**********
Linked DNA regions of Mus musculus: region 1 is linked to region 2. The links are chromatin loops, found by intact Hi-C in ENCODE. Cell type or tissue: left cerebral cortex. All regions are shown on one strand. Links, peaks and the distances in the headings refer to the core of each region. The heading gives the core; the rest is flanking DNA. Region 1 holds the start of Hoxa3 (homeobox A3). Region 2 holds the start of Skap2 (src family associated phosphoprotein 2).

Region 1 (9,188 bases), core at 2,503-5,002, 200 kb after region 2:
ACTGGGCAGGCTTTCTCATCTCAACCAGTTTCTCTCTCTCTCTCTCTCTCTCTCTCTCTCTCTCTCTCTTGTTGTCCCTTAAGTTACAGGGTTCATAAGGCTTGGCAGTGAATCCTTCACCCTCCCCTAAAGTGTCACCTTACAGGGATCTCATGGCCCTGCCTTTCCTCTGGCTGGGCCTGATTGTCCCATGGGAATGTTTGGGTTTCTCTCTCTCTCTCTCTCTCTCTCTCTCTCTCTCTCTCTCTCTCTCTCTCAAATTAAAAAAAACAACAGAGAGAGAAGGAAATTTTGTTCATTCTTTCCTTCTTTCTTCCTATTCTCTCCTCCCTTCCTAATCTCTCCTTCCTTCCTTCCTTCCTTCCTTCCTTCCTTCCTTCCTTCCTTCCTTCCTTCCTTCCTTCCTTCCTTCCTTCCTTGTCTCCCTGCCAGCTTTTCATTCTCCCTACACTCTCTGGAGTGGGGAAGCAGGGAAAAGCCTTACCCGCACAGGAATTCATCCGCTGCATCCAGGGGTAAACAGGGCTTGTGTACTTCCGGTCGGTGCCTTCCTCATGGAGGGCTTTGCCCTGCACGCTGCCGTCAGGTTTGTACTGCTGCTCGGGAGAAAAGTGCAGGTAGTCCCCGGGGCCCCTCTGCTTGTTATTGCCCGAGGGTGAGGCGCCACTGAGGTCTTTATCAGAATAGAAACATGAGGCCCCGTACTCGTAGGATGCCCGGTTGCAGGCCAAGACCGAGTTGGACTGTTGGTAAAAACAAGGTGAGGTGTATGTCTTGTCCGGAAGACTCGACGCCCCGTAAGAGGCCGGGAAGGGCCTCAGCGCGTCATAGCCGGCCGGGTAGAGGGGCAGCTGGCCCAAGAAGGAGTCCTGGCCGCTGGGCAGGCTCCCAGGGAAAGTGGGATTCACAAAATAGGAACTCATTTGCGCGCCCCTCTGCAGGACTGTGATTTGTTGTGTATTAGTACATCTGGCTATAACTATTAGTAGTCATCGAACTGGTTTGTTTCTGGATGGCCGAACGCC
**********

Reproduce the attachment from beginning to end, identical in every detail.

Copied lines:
Linked DNA regions of Mus musculus: region 1 is linked to region 2. The links are chromatin loops, found by intact Hi-C in ENCODE. Cell type or tissue: left cerebral cortex. All regions are shown on one strand. Links, peaks and the distances in the headings refer to the core of each region. The heading gives the core; the rest is flanking DNA. Region 1 holds the start of Hoxa3 (homeobox A3). Region 2 holds the start of Skap2 (src family associated phosphoprotein 2).

Region 1 (9,188 bases), core at 2,503-5,002, 200 kb after region 2:
ACTGGGCAGGCTTTCTCATCTCAACCAGTTTCTCTCTCTCTCTCTCTCTCTCTCTCTCTCTCTCTCTCTTGTTGTCCCTTAAGTTACAGGGTTCATAAGGCTTGGCAGTGAATCCTTCACCCTCCCCTAAAGTGTCACCTTACAGGGATCTCATGGCCCTGCCTTTCCTCTGGCTGGGCCTGATTGTCCCATGGGAATGTTTGGGTTTCTCTCTCTCTCTCTCTCTCTCTCTCTCTCTCTCTCTCTCTCTCTCTCTCAAATTAAAAAAAACAACAGAGAGAGAAGGAAATTTTGTTCATTCTTTCCTTCTTTCTTCCTATTCTCTCCTCCCTTCCTAATCTCTCCTTCCTTCCTTCCTTCCTTCCTTCCTTCCTTCCTTCCTTCCTTCCTTCCTTCCTTCCTTCCTTCCTTCCTTCCTTGTCTCCCTGCCAGCTTTTCATTCTCCCTACACTCTCTGGAGTGGGGAAGCAGGGAAAAGCCTTACCCGCACAGGAATTCATCCGCTGCATCCAGGGGTAAACAGGGCTTGTGTACTTCCGGTCGGTGCCTTCCTCATGGAGGGCTTTGCCCTGCACGCTGCCGTCAGGTTTGTACTGCTGCTCGGGAGAAAAGTGCAGGTAGTCCCCGGGGCCCCTCTGCTTGTTATTGCCCGAGGGTGAGGCGCCACTGAGGTCTTTATCAGAATAGAAACATGAGGCCCCGTACTCGTAGGATGCCCGGTTGCAGGCCAAGACCGAGTTGGACTGTTGGTAAAAACAAGGTGAGGTGTATGTCTTGTCCGGAAGACTCGACGCCCCGTAAGAGGCCGGGAAGGGCCTCAGCGCGTCATAGCCGGCCGGGTAGAGGGGCAGCTGGCCCAAGAAGGAGTCCTGGCCGCTGGGCAGGCTCCCAGGGAAAGTGGGATTCACAAAATAGGAACTCATTTGCGCGCCCCTCTGCAGGACTGTGATTTGTTGTGTATTAGTACATCTGGCTATAACTATTAGTAGTCATCGAACTGGTTTGTTTCTGGATGGCCGAACGCC